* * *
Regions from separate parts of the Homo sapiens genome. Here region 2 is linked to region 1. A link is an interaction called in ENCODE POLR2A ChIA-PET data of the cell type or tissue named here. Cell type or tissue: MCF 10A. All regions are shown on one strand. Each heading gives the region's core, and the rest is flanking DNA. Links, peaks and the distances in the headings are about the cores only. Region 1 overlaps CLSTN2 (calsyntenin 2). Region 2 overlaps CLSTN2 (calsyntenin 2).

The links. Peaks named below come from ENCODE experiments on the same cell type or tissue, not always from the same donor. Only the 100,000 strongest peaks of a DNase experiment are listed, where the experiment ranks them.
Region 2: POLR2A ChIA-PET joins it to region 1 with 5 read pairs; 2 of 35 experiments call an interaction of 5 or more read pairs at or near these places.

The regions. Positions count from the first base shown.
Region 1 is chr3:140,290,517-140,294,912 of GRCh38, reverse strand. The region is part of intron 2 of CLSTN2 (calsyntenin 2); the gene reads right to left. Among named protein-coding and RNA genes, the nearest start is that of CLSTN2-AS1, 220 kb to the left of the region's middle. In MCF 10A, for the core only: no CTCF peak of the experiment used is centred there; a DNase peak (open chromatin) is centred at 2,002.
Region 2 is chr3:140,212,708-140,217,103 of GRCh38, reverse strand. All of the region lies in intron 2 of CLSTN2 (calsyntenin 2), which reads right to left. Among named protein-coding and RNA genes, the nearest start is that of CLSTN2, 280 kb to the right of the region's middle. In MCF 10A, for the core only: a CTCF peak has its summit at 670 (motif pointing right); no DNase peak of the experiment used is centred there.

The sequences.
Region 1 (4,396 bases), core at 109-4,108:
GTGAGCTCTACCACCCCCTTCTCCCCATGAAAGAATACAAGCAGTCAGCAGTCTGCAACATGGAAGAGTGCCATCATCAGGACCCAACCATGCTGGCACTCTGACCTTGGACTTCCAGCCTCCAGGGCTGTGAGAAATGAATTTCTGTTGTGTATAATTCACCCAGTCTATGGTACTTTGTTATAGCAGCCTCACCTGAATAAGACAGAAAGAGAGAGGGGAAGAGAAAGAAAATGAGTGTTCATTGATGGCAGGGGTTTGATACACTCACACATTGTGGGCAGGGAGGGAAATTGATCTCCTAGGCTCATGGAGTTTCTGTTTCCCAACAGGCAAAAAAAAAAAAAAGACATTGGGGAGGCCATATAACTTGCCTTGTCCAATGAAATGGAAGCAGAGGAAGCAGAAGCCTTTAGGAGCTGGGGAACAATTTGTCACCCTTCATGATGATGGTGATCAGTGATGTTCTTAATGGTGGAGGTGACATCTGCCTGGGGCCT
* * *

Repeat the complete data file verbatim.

Regions from separate parts of the Homo sapiens genome. Here region 2 is linked to region 1. A link is an interaction called in ENCODE POLR2A ChIA-PET data of the cell type or tissue named here. Cell type or tissue: MCF 10A. All regions are shown on one strand. Each heading gives the region's core, and the rest is flanking DNA. Links, peaks and the distances in the headings are about the cores only. Region 1 overlaps CLSTN2 (calsyntenin 2). Region 2 overlaps CLSTN2 (calsyntenin 2).

The links. Peaks named below come from ENCODE experiments on the same cell type or tissue, not always from the same donor. Only the 100,000 strongest peaks of a DNase experiment are listed, where the experiment ranks them.
Region 2: POLR2A ChIA-PET joins it to region 1 with 5 read pairs; 2 of 35 experiments call an interaction of 5 or more read pairs at or near these places.

The regions. Positions count from the first base shown.
Region 1 is chr3:140,290,517-140,294,912 of GRCh38, reverse strand. The region is part of intron 2 of CLSTN2 (calsyntenin 2); the gene reads right to left. Among named protein-coding and RNA genes, the nearest start is that of CLSTN2-AS1, 220 kb to the left of the region's middle. In MCF 10A, for the core only: no CTCF peak of the experiment used is centred there; a DNase peak (open chromatin) is centred at 2,002.
Region 2 is chr3:140,212,708-140,217,103 of GRCh38, reverse strand. All of the region lies in intron 2 of CLSTN2 (calsyntenin 2), which reads right to left. Among named protein-coding and RNA genes, the nearest start is that of CLSTN2, 280 kb to the right of the region's middle. In MCF 10A, for the core only: a CTCF peak has its summit at 670 (motif pointing right); no DNase peak of the experiment used is centred there.

The sequences.
Region 1 (4,396 bases), core at 109-4,108:
GTGAGCTCTACCACCCCCTTCTCCCCATGAAAGAATACAAGCAGTCAGCAGTCTGCAACATGGAAGAGTGCCATCATCAGGACCCAACCATGCTGGCACTCTGACCTTGGACTTCCAGCCTCCAGGGCTGTGAGAAATGAATTTCTGTTGTGTATAATTCACCCAGTCTATGGTACTTTGTTATAGCAGCCTCACCTGAATAAGACAGAAAGAGAGAGGGGAAGAGAAAGAAAATGAGTGTTCATTGATGGCAGGGGTTTGATACACTCACACATTGTGGGCAGGGAGGGAAATTGATCTCCTAGGCTCATGGAGTTTCTGTTTCCCAACAGGCAAAAAAAAAAAAAAGACATTGGGGAGGCCATATAACTTGCCTTGTCCAATGAAATGGAAGCAGAGGAAGCAGAAGCCTTTAGGAGCTGGGGAACAATTTGTCACCCTTCATGATGATGGTGATCAGTGATGTTCTTAATGGTGGAGGTGACATCTGCCTGGGGCCT